The resumption of Theophilus Soyombo as the interim vice-chancellor of the University of Lagos, has, once again, been met with stiff opposition by the university’s staff union, ASUU.
This is in spite of Mr Soyombo’s Wednesday meeting with the university staff, where he pleaded for support and acceptance.
Save the council which appointed him last week, after removing the incumbent vice-chancellor, Oluwatoyin Ogundipe, for alleged misappropriation, Mr Soyombo does not have the backing of key parties in the school.
The alumni association, the staff school’s unions and the national ASUU as the school Senate have faulted removal of Mr Ogundipe and the subsequent appointment of Mr Soyombo as acting vice-chancellor.
It appears, therefore, that Mr Soyombo hoped to use the meeting to rally support for his tenure as the head of the university.
“I want to thank all our unions. I see it as a call to service to the university; it’s in this regard that I accepted the post,” Punch reported him saying.
“We all came here to work and it behoves us to make it better than we met it. We should not allow the ship of this university to drift.”
“My major focus will be on staff welfare. My belief in this regard is that human resources (staff) are the core assets of the university and any organisation. Otherwise, we cannot achieve anything,” he said.
But UNILAG’s ASUU would not have any of these.
The chairman of the union, Dele Ashiru, maintained that as far as the union was concerned, Mr Ogundipe remained the vice-chancellor of the institution.
“The Senate of the university is the highest decision-making organ on academic affairs; the Senate has spoken and that remained unchanged. A VC will not assume office by addressing pressmen and some disgruntled members of staff. You take charge when you take off,” Punch reported.
In reaction to his rejection, Mr Soyombo showed optimism, saying the disagreement would be resolved through dialogue.
“ASUU is our union, I am a member of ASUU. We will continue to dialogue with ourselves. It is rare to have 100 per cent agreement in any organisation or group, there will always be different opinions.”
Meanwhile, last week, when the university’s Senate took its resolution to President Buhari, it told reporters that the “purported removal (of Mr Ogundipe) was illegal” because “due process was not followed.”
The spokesperson of the Senate, Chioma Agomo, said its resolution was that the status quo remains.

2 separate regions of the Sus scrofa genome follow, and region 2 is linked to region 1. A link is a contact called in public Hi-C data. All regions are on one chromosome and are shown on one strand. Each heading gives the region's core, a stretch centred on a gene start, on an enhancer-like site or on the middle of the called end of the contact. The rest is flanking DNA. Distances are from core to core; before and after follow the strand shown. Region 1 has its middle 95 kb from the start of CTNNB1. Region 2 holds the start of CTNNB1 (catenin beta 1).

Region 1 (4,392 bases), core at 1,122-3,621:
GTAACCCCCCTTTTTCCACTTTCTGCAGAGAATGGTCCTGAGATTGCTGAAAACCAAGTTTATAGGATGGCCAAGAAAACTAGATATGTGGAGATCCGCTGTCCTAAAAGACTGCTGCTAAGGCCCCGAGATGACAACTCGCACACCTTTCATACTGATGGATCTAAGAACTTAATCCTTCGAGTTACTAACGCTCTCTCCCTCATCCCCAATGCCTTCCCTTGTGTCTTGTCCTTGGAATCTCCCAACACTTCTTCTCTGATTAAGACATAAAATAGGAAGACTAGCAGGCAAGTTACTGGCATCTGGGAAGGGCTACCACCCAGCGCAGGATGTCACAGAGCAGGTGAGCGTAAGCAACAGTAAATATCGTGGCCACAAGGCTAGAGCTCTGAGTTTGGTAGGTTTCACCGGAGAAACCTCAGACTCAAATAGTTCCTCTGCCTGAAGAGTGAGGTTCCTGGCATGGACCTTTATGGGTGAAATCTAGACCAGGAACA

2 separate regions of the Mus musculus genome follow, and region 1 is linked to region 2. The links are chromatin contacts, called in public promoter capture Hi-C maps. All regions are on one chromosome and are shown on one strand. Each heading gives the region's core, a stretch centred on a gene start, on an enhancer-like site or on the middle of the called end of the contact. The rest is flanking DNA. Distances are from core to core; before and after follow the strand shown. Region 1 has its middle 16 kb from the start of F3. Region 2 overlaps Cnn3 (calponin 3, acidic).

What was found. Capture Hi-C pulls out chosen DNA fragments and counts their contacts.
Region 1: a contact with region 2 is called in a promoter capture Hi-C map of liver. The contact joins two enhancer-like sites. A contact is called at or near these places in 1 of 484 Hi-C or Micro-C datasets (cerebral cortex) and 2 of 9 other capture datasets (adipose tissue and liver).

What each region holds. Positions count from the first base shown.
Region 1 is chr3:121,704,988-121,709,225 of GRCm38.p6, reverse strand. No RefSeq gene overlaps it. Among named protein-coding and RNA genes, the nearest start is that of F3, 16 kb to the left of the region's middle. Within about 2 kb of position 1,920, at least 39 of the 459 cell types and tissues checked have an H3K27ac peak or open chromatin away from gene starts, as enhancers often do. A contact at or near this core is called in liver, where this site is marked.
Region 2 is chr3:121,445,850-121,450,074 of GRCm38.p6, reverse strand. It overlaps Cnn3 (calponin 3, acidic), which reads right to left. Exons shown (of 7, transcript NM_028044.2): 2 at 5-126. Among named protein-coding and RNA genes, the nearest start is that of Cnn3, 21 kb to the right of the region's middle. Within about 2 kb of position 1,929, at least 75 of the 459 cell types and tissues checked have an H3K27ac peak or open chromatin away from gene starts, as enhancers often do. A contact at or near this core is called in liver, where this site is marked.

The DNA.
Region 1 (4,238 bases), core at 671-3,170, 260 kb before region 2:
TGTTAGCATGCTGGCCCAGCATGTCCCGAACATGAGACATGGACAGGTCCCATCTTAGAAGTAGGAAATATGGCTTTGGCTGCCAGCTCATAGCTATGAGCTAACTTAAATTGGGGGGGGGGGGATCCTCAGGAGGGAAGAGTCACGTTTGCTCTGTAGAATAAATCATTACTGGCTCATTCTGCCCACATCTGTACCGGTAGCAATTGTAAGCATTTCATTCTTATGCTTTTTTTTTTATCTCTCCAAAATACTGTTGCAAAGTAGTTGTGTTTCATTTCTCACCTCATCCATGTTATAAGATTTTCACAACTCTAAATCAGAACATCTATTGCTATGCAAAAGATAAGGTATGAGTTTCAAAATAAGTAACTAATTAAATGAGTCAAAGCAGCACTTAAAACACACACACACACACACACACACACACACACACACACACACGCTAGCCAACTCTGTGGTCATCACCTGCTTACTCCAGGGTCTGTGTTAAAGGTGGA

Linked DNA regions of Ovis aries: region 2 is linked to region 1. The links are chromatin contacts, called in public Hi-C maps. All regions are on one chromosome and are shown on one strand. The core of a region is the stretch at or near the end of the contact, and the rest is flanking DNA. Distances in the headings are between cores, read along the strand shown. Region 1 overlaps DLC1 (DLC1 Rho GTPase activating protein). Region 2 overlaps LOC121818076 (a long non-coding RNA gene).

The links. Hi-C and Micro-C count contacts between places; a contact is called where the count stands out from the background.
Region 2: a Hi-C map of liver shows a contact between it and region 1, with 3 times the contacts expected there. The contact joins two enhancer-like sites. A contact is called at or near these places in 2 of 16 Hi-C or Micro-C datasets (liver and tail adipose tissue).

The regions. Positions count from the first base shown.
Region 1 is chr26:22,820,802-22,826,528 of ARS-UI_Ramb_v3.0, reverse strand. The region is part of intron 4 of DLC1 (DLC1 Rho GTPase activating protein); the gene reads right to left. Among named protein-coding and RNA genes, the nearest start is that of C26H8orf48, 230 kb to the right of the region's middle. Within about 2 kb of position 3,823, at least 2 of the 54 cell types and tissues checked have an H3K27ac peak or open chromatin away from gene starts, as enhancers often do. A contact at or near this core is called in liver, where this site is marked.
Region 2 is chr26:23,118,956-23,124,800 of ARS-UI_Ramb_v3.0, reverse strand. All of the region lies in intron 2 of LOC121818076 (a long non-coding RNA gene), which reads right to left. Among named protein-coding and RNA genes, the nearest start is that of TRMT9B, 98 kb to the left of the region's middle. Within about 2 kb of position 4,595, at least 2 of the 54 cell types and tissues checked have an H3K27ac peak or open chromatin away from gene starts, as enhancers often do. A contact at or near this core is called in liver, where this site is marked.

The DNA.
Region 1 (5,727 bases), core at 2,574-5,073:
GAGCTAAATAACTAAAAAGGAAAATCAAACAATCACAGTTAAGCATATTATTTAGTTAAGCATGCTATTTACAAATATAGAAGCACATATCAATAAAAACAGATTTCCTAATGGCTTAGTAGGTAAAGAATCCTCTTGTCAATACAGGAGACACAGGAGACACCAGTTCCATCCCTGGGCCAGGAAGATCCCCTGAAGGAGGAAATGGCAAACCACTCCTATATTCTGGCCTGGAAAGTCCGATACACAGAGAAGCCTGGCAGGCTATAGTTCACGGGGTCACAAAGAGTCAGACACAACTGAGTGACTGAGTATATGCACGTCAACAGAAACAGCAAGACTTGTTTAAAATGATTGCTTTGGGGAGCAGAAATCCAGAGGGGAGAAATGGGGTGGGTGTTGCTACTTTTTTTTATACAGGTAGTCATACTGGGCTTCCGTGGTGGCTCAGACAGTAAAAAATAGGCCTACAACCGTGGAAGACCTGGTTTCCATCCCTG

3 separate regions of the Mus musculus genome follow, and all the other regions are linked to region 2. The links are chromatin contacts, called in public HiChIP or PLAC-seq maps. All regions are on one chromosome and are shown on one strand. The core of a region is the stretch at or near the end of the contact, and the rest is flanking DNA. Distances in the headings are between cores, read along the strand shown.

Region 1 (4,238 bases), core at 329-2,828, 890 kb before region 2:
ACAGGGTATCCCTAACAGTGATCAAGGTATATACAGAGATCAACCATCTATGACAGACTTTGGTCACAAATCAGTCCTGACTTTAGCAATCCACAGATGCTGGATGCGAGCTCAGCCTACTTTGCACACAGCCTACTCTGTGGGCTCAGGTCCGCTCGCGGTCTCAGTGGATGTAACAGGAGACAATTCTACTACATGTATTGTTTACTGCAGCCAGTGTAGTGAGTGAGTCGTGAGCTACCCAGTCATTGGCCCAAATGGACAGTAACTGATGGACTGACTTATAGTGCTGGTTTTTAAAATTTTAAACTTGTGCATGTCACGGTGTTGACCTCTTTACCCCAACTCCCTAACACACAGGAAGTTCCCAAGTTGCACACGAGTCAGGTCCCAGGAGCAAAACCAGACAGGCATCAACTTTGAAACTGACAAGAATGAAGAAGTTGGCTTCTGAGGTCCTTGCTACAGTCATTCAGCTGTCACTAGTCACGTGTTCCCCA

“We are not saying the council cannot remove the vice-chancellor but we are saying due process was not followed,” Mr Agomo said.
The professor of law said to remove the vice-chancellor, a joint committee of both council and Senate ought to be set up.
Universities miscellaneous act says a vice-chancellor can be removed by the council after a joint committee of council (3 members) and Senate (2 members) finds them guilty, after which the Visitor, the Nigerian president, is notified for approval.
“If there is a vacancy and there is (a) need to appoint an acting vice-chancellor, the council has the right to do (so) on the recommendation of the Senate. This has not been done.”
On that note, she said, “the Senate affirms its confidence in the vice-chancellor and lost confidence in the council.”
Meanwhile, the chairman of the council, Wale Babalakin, has maintained that due process was followed, adding that Mr Ogundipe has not denied the infraction allegations levelled against.
This is even as Mr Ogundipe denied wrongdoing, according to the council’s report seen by this newspaper, with which he was indicted.
The management of the university has, since last week, been in a leadership quagmire with the school’s council.
On one hand, the council, led by the school’s pro-chancellor, Mr Babalakin, said it had removed Oluwatoyin Ogundipe as vice-chancellor over alleged gross misconduct and forgery.
From his end as the head of the management, Mr Ogundipe said he remains the vice-chancellor because due process was not followed.
Mr Ogundipe is also bracing to seek legal redress, the newspaper reported.